-ation, -ization (-iz[e] + -ation); -isation (British spelling variation)

(Greek > Latin: a suffix; action, act, process, state, or condition; or result of doing something)

Although there are over 1,450 word entries ending with -ation or -ization listed in this unit, there are certainly many more which exist in the English language. At any rate, this unit provides a significant number of -ation and -ization examples for you to see.

normalization (s) (noun), normalizations (pl)
1. Reduction of a process to a standard or type; such as, making something typical or in compliance with a model or a principle which has been established: The new legislation was designed to impose a normalization of the school curriculum. 2. Any process that makes something more conventional, which typically means conforming to some regularity or rule, or returning from some state of irregularity: Many of the principles of social work are intended to bring some normalization to the lives of clients who have been disturbed by a crisis.
Any disease due to or associated with poisoning.
notation (s) (noun), notations (pl)
notification (s) (noun), notifications (pl)
1. The act of making something legally invalid, counteracting, or overriding the effect or force of something.
2. The act of canceling something out.
3. The refusal by a state government to allow the application of a section of federal law.
4. In U.S. history, a doctrine expounded by the advocates of extreme states' rights which held that states have the right to declare null and void any federal law that they deem unconstitutional.
numeration (s) (noun), numerations (pl)
Calculations or processes of tallying, reckoning, or assigning a quantum to something: Numerations involve a system of reading or naming numbers: especially, those written decimally and usually according to the Arabic numerals.

Numeration can be an action, a process, or a result of ascertaining the number of people, etc., in a specified category.

nutrication (s) (noun), nutrications (pl)
The act or process of eating properly: The best nutrication one can have is to provide energy as a developing elelment in order to help maintain or to repair body parts and to support better growth and development of one's physical structure.

The nutrication of the farmer's cows had to be properly supervised in order to ensure that they received the best possible fodder possible for the best milk.

obambulation (s) (noun), obambulations (pl)
1. Walking around in an aimless manner; as if, not knowing where he or she is going or not going anywhere in particular.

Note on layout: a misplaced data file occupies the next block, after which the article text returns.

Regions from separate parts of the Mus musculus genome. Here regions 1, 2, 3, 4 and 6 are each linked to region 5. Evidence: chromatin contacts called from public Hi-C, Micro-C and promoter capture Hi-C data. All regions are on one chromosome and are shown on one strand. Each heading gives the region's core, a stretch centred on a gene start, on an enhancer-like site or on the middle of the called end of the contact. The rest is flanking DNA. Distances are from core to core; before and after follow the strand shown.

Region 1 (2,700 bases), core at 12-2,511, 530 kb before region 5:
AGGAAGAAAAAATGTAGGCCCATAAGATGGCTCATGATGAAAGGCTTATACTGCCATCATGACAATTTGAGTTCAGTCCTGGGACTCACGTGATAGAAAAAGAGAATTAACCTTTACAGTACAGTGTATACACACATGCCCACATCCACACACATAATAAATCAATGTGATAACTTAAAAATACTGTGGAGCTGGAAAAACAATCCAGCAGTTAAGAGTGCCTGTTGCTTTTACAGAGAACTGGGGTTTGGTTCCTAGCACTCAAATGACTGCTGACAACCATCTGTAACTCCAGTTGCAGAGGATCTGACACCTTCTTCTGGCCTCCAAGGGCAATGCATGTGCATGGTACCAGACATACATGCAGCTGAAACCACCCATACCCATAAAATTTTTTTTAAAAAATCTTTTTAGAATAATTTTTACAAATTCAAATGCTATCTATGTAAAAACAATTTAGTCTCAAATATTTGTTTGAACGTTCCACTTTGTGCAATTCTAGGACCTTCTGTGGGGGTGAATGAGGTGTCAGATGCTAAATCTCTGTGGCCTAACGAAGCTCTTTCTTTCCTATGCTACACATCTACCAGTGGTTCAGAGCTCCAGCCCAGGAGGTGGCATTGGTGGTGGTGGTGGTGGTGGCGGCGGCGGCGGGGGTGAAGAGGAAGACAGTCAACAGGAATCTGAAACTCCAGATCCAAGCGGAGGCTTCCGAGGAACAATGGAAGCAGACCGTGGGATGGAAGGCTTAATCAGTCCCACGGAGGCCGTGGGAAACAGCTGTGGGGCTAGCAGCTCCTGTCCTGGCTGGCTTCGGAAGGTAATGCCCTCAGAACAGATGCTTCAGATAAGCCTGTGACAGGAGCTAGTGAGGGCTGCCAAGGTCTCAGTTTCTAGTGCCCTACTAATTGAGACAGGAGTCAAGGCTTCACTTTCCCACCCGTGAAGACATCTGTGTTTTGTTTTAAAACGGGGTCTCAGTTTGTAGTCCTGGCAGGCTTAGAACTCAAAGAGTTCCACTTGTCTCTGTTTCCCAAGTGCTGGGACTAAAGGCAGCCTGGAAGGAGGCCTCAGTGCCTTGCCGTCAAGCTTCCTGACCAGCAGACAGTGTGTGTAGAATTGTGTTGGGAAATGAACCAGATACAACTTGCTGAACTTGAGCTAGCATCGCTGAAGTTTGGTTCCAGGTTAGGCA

2. Wandering here and there with no special objective or purpose in mind.
obfuscation (s) (noun), obfuscations (pl)
1. A confusion resulting from failure to understand; bewilderment, disorientation: When the doctor was trying to explain Fern's medical condition, there was much more obfuscation and confusion than understanding about what could be done to improve her ailment.
2. An activity that leaves people baffled or bewildered and being without understanding: It was difficult for the audience to comprehend what the politician was trying to say because of his obfuscation regarding how he would improve the economy.
Confusion and bewilderment.

Although this cartoon refers to a verb, it is used here to help you understand the meaning of this noun entry.

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objurgation (s) (noun), objurgations (pl)
oblation (s) (noun), oblations (pl)
1. The act of binding oneself by a social, legal, or moral tie.
2. A social, legal, or moral requirement; such as, a duty, contract, or promise that compels one to follow or avoid a particular course of action.
3. A course of action imposed by society, the law, or one's conscience by which a person is bound or restricted.
4. The constraining power of a promise, contract, law, or sense of duty.
5. In law, a legal agreement stipulating a specified payment or action; especially, if the agreement also specifies a penalty for failure to comply and the document containing the terms of such an agreement.
6. Something owed as payment or in return for a special service or favor for which one is indebted to another.
7. The state, fact, or feeling of being indebted to another for a special service or favor received.
8. Etymology: from Old French obligation (1235), from Laton obligationem, obligatio, "an engaging" or pledging"; literally, "a binding" (but rarely used in this sense), noun of action from obligare.

The meaning is of "binding with promises" or "by law" or "duty". Oblige, with which it is usually confused, means "to do one a favor".

A struggling or striving against; a resistance.
obnubilation (s) (noun), obnubilations (pl)
1. A clouded mental state or condition.
2. A lowered level of consciousness; for example, with a loss of the ability to respond properly to external stimuli.